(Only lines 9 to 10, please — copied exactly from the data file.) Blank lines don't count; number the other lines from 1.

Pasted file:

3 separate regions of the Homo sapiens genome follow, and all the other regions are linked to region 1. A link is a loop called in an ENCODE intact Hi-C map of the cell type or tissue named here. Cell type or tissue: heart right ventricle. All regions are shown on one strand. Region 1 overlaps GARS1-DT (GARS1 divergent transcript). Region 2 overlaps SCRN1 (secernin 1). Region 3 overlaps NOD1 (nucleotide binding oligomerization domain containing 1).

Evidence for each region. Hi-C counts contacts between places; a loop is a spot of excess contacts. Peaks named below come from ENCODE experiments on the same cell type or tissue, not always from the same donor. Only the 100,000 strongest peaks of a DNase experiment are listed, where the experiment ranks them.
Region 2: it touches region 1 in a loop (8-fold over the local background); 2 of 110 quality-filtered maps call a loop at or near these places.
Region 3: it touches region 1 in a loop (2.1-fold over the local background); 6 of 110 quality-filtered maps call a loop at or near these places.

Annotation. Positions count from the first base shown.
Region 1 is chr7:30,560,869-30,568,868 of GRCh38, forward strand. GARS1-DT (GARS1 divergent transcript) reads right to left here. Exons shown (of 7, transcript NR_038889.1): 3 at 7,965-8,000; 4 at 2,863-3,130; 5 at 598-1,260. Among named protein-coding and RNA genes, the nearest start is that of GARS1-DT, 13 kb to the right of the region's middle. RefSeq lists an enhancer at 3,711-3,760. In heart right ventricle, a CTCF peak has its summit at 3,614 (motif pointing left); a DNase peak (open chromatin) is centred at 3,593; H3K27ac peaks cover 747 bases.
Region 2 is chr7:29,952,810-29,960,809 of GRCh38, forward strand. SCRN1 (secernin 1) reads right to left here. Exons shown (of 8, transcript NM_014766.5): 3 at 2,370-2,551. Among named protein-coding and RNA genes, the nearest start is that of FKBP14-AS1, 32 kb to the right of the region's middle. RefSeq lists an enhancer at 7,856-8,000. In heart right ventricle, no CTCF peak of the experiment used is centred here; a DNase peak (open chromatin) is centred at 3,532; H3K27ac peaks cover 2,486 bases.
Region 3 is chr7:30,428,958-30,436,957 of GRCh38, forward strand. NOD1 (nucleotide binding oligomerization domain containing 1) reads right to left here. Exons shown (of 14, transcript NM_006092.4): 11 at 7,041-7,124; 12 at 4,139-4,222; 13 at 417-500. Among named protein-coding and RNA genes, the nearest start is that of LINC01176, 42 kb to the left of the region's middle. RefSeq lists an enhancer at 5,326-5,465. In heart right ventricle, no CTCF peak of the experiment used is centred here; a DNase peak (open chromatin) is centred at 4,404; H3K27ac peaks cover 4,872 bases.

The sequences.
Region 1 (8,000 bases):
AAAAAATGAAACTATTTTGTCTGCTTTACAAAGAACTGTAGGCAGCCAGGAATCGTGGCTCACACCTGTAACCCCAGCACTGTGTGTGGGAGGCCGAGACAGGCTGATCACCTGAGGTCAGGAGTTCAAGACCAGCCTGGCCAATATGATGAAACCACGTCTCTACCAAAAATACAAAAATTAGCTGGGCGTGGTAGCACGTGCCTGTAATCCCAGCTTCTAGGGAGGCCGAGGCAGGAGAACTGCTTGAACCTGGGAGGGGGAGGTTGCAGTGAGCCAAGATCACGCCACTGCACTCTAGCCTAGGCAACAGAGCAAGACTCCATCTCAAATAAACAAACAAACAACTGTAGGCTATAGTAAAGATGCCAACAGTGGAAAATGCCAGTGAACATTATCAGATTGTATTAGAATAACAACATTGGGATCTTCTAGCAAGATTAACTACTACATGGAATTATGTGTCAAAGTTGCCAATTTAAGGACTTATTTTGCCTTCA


The sequences.
Region 1 (8,000 bases):